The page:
Information about the author.
Ian Buruma returns to his native land to explore the great dilemma of our time through the story of the brutal murder of controversial Dutch filmmaker Theo van Gogh at the hands of an Islamic extremist.
It was the emblematic crime of our moment: On a cold November day in Amsterdam, an angry young Muslim man, Mohammed Bouyeri, the son of Moroccan immigrants, shot and killed the celebrated and controversial Dutch filmmaker Theo van Gogh, great-grandnephew of Vincent and iconic European provocateur, for making a movie with the vocally anti-Islam Somali-born Dutch politician Ayaan Hirsi Ali that “blasphemed” Islam. After Bouyeri shot van Gogh, he calmly stood over the body and cut his throat with a curved machete, as if performing a ritual sacrifice, which in a very real sense he was.
The murder horrified quiet, complacent, prosperous Holland, a country that prides itself on being a bastion of tolerance,…[more]
For centuries Westerners have projected fan-tasies of a decadent, voluptuous East in contrast to the puritanism of their own cultures. A Japanese theatrical troupe performing in his native Holland in 1971 exposed the young Ian Buruma to these temptations, and soon he was off to Tokyo, a would-be libertine. The essays collected in The Missionary and the Libertine chronicle Buruma’s sobering discovery that Asians often have equally distorted visions of the West.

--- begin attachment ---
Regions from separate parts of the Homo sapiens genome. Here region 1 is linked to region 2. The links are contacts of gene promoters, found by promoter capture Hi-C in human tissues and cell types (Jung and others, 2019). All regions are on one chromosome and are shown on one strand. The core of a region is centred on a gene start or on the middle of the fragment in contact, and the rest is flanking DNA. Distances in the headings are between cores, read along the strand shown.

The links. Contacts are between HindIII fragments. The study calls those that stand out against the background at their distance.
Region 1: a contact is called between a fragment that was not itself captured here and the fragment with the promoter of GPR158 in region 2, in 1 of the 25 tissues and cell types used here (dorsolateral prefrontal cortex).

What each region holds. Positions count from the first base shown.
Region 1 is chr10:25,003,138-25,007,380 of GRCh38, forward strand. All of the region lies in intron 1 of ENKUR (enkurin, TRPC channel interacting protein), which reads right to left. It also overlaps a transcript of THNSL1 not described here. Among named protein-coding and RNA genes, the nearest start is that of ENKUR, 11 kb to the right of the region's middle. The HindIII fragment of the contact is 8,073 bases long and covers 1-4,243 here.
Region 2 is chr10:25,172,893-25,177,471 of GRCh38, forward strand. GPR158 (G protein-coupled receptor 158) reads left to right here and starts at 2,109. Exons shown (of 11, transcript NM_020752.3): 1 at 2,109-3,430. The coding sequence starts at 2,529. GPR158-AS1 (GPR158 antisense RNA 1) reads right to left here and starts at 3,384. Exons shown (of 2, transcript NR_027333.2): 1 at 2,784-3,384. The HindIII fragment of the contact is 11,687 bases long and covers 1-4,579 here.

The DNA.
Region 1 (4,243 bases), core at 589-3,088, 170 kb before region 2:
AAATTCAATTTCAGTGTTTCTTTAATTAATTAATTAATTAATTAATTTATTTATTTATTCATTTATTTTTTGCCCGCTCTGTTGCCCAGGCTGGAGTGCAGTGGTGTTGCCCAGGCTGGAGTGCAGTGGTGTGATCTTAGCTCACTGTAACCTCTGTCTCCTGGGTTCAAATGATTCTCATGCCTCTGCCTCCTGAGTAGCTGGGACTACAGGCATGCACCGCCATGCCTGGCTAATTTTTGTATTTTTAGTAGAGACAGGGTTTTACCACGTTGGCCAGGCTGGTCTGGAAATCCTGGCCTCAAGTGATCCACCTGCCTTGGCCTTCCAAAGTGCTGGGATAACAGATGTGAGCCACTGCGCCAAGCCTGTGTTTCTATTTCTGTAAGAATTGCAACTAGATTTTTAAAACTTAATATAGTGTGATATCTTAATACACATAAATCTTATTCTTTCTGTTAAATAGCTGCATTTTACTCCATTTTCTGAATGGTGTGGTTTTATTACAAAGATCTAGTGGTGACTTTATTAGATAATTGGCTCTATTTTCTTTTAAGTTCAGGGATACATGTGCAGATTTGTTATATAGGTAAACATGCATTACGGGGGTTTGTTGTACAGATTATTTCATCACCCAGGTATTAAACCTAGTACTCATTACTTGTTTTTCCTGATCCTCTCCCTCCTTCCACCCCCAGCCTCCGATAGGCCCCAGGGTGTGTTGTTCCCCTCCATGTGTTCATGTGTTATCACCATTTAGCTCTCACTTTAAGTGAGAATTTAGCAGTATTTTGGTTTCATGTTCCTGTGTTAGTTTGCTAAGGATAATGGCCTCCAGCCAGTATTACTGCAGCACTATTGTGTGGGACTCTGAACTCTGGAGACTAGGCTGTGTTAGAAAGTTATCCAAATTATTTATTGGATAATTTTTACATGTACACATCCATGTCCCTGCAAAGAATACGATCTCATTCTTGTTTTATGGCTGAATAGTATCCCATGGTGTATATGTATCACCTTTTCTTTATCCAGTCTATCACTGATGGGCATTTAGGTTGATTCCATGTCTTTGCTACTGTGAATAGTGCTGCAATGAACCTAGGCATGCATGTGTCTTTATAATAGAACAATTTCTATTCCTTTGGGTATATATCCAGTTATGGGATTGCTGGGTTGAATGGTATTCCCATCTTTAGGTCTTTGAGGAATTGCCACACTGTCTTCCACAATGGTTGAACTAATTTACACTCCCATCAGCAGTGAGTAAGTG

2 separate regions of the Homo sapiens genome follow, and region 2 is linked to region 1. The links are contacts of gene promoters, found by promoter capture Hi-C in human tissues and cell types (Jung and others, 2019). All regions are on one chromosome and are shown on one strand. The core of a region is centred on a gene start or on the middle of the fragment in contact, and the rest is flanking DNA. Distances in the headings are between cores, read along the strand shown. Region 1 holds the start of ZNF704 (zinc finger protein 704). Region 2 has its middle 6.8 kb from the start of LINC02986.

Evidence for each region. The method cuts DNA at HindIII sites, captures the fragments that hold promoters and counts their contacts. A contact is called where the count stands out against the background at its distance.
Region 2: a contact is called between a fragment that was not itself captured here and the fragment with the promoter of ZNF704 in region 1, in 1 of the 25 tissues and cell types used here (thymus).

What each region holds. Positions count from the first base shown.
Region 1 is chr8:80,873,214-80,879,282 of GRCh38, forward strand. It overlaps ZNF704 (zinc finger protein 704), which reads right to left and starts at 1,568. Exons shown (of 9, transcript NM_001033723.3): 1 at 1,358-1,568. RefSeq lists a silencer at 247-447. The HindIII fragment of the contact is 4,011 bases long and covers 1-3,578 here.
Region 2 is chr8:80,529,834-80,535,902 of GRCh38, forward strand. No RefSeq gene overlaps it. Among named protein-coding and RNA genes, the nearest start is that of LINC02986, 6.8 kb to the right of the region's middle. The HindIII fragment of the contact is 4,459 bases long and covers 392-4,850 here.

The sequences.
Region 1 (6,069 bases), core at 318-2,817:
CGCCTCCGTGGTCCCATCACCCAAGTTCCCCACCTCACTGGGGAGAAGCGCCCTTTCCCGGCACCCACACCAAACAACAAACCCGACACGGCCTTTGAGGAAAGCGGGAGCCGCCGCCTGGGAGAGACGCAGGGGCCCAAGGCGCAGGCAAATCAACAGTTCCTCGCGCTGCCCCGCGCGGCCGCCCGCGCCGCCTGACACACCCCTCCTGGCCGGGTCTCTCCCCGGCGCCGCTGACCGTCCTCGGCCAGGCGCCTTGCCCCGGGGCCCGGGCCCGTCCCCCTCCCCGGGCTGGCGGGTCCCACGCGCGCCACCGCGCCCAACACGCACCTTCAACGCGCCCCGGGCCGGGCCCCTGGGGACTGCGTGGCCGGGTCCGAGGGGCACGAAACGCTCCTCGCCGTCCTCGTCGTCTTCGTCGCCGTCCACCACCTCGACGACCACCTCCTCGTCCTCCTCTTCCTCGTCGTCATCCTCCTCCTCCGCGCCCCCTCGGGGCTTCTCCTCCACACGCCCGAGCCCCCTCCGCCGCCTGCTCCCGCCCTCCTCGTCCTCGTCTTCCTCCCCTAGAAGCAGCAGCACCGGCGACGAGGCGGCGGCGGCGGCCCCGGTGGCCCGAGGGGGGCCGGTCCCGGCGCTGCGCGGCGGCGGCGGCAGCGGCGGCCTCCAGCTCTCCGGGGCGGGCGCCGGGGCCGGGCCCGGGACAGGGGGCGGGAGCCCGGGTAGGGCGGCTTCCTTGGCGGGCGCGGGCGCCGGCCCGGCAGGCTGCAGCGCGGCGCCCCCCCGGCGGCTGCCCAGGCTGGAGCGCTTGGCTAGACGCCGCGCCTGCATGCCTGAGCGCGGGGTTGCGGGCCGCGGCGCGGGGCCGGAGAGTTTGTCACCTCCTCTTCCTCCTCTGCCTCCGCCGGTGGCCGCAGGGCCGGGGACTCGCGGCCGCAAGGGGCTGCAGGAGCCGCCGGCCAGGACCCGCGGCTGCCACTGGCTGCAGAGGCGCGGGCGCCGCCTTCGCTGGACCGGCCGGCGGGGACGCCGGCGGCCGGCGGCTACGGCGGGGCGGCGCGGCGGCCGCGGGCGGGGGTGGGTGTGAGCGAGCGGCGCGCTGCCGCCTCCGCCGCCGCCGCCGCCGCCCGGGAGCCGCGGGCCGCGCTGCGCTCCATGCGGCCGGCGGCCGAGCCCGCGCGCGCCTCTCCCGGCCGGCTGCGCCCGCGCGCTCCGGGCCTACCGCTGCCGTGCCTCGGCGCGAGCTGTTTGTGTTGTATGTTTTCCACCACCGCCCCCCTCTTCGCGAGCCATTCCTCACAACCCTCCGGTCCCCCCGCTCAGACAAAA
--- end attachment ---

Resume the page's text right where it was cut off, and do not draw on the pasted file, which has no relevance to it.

In these humorous and enlightening essays, Buruma describes the last days of Hong Kong, the showbiz politics of the Philippines, the chauvinism of the Seoul Olympics, the sinister genius of Lee Kuan Yew, the intricacies of Japanese sexuality, and much more. His portraits of Benazir Bhutto, Imelda Marcos, Satyajit Ray, and Corazón Aquino are classics of the journalist’s art.
Buruma shows that the cultural gap between East and West is not as wide as either missionaries or libertines, in East or West, might think. At home in both worlds, he has provided a splendid counterblast to fashionable theories of clashing civilizations and uniquely Asian values. By stripping away our fantasies, Buruma reveals a world that is all too recognizably human.